Thursday, December 3, 2015

Learning the genius of tasting a place

The Soul of Place : A Creative Writing Workbook: Ideas and Exercises for Conjuring the Genius Loci
Linda Lappin
June 22, 2015
9781609521035, 160952103X
Publisher: Travelers’ Tales/Solas House
$16.95 USD, $20.99 CAD, £11.99 GBP, €12.99 EUR
256 pages

Visiting a place and posting a pic online is one of the first orders of travel.  The next is writing a blog and the more adventurous write travel books.  How many of us actually capture what is called the genius loci, the soul of the place?
The Soul of Place - A Creative Writing Workbook: Ideas and Exercises for Conjuring the Genius Loci is the long title of Linda Lapin’s book.
Essentially, it is a guidebook designed for writers and other creatives as to how to go about capturing the power of a place.  How do you capture the spirit of your hometown or a destination?
That she has boiled down the essence of this challenge, and how to fix it, into 256 pages is remarkable.  Material gathered over many years’ of research into “place consciousness” is used as the basis for the work based on observation and writing exercises.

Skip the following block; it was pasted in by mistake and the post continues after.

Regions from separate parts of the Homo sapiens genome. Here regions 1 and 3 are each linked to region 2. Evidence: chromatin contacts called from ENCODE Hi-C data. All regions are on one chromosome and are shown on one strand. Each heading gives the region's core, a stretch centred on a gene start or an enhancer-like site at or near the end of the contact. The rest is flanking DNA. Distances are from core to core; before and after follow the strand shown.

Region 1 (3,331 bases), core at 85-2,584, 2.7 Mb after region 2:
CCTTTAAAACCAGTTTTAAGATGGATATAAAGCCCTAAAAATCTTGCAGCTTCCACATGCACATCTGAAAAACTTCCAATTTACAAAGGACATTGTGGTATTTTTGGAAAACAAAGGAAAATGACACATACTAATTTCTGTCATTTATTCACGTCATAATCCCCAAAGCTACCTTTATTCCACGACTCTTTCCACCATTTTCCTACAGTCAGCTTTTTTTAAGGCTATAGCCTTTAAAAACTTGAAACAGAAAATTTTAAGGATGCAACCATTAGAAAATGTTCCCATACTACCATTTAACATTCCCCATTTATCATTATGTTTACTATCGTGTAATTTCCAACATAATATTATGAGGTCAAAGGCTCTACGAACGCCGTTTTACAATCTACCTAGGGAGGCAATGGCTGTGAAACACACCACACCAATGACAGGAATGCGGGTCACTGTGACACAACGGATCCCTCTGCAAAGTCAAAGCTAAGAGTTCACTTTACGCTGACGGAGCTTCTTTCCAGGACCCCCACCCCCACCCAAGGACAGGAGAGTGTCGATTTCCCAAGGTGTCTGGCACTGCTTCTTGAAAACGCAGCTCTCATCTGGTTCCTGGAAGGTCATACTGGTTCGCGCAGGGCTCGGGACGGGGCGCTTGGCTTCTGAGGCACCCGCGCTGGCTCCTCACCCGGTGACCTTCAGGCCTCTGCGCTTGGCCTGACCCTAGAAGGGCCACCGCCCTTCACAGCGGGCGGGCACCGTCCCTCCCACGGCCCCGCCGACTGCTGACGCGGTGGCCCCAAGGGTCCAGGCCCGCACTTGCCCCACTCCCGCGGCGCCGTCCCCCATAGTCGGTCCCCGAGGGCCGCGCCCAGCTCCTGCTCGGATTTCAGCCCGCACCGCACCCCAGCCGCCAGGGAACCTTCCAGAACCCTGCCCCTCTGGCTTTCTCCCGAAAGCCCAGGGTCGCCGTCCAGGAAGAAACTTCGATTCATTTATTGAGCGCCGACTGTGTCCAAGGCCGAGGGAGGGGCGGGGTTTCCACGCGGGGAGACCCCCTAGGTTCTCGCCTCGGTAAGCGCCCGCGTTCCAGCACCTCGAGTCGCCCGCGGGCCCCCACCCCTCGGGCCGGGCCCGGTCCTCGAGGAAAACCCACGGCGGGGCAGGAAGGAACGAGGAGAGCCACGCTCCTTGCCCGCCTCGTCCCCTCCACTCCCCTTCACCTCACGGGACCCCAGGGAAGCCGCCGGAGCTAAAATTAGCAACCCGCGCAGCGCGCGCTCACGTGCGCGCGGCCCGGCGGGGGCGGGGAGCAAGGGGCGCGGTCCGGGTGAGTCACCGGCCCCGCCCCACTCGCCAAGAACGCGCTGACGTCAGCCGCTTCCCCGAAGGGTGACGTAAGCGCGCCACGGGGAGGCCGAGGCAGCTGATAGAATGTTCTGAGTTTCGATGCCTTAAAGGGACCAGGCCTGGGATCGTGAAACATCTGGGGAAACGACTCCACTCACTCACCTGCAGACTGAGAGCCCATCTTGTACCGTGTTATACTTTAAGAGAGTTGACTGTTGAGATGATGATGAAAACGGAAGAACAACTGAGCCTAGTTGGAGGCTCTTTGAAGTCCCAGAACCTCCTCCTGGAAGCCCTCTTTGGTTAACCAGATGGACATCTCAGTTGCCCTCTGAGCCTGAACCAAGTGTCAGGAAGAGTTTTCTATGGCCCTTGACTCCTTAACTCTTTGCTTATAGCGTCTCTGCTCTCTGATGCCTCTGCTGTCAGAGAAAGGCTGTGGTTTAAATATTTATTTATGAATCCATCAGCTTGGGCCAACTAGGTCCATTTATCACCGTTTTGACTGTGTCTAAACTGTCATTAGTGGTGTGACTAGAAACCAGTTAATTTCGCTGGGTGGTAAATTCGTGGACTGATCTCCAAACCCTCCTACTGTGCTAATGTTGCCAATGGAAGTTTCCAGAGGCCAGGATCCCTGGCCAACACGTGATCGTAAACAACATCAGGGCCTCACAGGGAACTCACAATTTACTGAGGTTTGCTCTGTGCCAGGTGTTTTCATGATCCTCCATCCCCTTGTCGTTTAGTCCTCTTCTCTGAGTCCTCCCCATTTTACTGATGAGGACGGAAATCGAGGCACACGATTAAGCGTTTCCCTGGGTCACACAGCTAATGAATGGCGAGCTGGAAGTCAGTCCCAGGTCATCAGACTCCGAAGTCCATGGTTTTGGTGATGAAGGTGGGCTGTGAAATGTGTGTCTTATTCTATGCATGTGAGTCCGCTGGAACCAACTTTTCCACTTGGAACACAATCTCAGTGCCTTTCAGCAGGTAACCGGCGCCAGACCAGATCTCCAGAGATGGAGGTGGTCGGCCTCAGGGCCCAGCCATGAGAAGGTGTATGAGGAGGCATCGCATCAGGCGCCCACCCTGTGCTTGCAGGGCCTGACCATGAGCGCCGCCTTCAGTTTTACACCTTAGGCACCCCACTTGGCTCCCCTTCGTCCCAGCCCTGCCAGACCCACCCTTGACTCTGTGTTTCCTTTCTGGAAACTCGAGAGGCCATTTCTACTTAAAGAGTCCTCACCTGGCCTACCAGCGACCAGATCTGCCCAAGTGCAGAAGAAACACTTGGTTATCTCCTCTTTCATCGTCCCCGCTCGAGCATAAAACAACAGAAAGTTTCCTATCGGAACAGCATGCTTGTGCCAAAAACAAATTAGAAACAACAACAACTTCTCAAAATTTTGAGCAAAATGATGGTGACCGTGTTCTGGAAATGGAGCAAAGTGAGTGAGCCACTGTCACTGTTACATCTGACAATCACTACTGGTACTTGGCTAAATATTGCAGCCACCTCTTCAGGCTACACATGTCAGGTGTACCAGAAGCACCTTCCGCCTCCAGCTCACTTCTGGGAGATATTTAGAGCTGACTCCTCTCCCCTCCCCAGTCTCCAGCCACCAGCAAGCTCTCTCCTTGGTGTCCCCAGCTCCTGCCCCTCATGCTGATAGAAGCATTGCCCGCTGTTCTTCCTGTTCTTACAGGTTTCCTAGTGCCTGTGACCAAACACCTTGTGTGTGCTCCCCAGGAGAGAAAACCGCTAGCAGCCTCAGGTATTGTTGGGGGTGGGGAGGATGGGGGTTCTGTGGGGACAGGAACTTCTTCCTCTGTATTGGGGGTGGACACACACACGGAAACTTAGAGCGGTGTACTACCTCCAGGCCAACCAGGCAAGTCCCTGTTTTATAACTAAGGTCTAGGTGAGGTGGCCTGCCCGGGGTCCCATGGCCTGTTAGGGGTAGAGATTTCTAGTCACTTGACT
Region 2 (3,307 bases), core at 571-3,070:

Lappin asks: If the soul of place had a voice, how would it sound, what stories would it tell? 
She notes how D.H. Lawrence remarked that a view of a place was not only beautiful but it also had meaning.  One of the themes of Lawrence’s fiction was the sacred link between identity and place and the devastation that follows when that link is broken, contaminated or exploited for economic gain.
“Are there places that give you a sense of wholeness and empowerment, or where you feel really you?  Others where you feel depleted, sad, or anonymous?” Lappin asks as part of one of the exercises. 
This is an ambitious book – taking in everything from food writing to writing and the unconscious.  It is also practical, as illustrated in the section headed “A final thought about your writing space”.